This instructable describes the use of dynamic variables in a PyQt window.
Qt enables building interactive, connected (Ms/Linux/Android/IoS) windows. PyQt enables building such in Python. The main loop of a PyQt scripts consists of the window methods, using the predefined window-variables. Updating these window-variables is possible, but not a good idea if extensive processing is needed. For the ISS-tracker window in the first video capture, threading is used to make a PyQt window work with “outside” variables. Surely there are other (and better methods) , but this one works fine and its structure ‘suits my logic’.
For both examples the window layout was created with Qt Designer. So, please disregard the amount of code lines in both scripts. Formatting a window lay-out for a lot of fields, requires declarative code like the position on the screen, the size, how it should react on max/minimizing the window, color, style, content, connected action, etc. Fortunately Qt Designer generates all these lines of code based upon your graphical layout. Unfortunately as a result of that, you’ll end up with a lot of lines in your main loop.
Since I wanted to get familiar with PyQt, I’ve build the ISS-tracker window using a lot of variables and different kind of fields. For those who are interested, I’ll elaborate a bit more later on.
The second video capture shows a very small and simple script to visualize the threading approach. The python script used can be found at: Bitbucket
The script simulates the throwing of a dice and processes the outcome of the throws.
The script uses two threads: one thread for maintaining the display of the window ( PyQt requires that this will be the main loop of the script ) and another thread for processing and periodically trigger the window-thread. For exchanging values, both threads have to be pointed towards the same variables in memory. In even more simple words: one thread processes some data, places the results at a special location, ‘rings the doorbell’ at the main loop to tell it’s ready and points out where the new delivery has been placed.
So, let’s see how that looks like in Python:
The script starts with the usual import of libraries needed: ‘QtCore’ for creating threads, ‘QtGui’ for processing the window visuals, ‘datetime’ and ‘time’ so we won’t forget about it.
The next two 'try' statements are needed for the make-up of the fields on the screen. Don’t mind these: Qt Designer generates these lines as soon as you start using rich-text descriptors. (e.g. for displaying another font, color, size, bold/italic, etc of any field in the window, one has to define a rich-text (i.e. HTML) descriptor.)
Then just a few global variables: ‘throw number’ and ‘total of all throws’ The essential variable is the memory shared between both threads, which I named the ‘linking storage’ (old habits ….) .
The linking storage here is a string where all variables have to be put into by the processing- thread and where those can be read from by the window-thread.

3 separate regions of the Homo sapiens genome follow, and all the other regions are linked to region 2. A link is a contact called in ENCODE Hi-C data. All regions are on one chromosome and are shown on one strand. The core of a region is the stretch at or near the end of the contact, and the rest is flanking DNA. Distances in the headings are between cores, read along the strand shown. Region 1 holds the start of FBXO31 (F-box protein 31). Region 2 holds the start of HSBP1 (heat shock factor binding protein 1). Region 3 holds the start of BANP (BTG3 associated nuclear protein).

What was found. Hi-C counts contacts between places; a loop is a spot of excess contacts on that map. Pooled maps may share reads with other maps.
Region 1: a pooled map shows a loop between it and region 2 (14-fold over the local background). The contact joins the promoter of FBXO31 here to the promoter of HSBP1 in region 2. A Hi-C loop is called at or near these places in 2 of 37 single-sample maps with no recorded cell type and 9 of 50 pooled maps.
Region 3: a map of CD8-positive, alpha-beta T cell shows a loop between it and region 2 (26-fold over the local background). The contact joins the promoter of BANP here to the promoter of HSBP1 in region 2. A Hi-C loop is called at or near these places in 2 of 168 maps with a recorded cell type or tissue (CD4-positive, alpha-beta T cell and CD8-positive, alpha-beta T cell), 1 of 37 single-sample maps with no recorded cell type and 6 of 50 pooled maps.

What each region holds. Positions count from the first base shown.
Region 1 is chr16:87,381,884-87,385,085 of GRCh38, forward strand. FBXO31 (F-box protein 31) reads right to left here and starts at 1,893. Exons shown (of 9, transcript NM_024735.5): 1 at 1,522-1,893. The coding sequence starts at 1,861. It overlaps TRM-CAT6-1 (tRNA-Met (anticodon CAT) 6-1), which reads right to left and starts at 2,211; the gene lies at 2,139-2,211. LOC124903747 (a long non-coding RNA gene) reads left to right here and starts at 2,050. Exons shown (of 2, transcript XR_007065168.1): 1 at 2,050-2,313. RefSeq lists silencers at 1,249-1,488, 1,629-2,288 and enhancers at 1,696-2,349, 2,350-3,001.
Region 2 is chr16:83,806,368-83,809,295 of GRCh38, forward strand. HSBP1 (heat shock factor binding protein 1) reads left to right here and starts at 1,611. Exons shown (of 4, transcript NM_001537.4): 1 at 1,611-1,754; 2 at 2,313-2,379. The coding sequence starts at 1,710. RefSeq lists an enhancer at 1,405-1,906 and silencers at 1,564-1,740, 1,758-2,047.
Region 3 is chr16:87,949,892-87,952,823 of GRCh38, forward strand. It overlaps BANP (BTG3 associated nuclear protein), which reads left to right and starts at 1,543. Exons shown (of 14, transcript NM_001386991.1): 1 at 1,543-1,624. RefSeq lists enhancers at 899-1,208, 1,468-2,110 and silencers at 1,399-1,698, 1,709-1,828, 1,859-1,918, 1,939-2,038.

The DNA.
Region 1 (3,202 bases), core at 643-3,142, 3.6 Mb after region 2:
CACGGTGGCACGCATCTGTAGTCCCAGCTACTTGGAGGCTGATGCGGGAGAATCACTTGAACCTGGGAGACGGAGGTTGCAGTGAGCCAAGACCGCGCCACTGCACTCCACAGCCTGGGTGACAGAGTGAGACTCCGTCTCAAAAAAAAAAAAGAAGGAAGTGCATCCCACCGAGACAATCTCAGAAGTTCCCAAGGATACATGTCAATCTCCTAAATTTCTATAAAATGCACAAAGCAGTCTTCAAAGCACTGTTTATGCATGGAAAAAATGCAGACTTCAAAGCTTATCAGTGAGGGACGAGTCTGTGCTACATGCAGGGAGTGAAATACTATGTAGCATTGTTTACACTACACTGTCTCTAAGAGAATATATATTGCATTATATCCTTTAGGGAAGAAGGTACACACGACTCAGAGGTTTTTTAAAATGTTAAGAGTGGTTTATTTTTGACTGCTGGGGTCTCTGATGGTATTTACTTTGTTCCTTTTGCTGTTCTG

Another one of my old habits is a favor for using strings. I learned how this can save a lot of time while debugging scripts. (And: Qt prefers strings for display.)
The threaded (processing) method generates a random value (don’t mind the manipulating; I just tried to force as much volatility as possible in the screen), calculates some other values and puts them into the ‘LinkingStorage’ String.
The ‘trigger’ class ‘rings the bell’ at the main loop. It’s called by Qthread and creates and emits a signal every tenth of a second.
The next class consist in majority of the screen layout definitions to be used by the main loop. Although not such an extensive method as in the ISS tracker script, it’s still a substantial part of the script. The ‘setupUI’ method contains the declarations for the fields to be shown: object type, position in the window, font, relationship to other fields, etc. This method is generated by Qt Designer. The method holds two commands. One to apply the field formats (‘retranslateUi’) and one to set up the processing thread (‘setupTrigger’). The latter is added to the generated code. The ‘setupTrigger’ method starts the processing thread and defines the method to be executed when a signal is emitted by the processing thread (i.e. ‘refreshWindow’).
The ‘refreshWindow’ method splits the ‘LinkingStorage’ string, filled by the processing-thread and redefines the window fields adding the new content. Minor processing, like obtaining the current time, can be part of the same method. As said: major processing, should be executed in the processing thread.
The main loop speaks for itself: construct a window and show it on the screen.
In my opinion this is the most simple way to add dynamic data to a window.
Building the ISS tracker screen
The complete source for this application can be found at: Bitbucket
Although much bigger in size, handling the window and its variables is done in same way:
- Declaration of the window in the class ‘Ui_mainwindow’
- Declaration of the processing-thread in the class ‘trigger’. The timer for emitting the signal to the window-thread is set to 3 seconds. Together with the overall processing time of 2 seconds, this results in a refresh of the window every 5 seconds. Although I think it could be fastened to an overall 2 seconds, one should realize that the data gathering for the dynamic fields is done by API calls. If you want to use the tracker for a constant display, be aware that at a refresh rate of 2 seconds the script will generate 43,200 calls in 24 hours. In my opinion that’s far beyond ‘fair usage’ for free API’s
- Data passed through the ‘LinkedStorage’ string
The data handling is split into gathering of the static data (only gathered once and shown constantly) and the gathering of dynamic data (local and ISS).
The use of several API’s to obtain all the data, has been described in a former instructable about the Raspberry Pi SenseHat: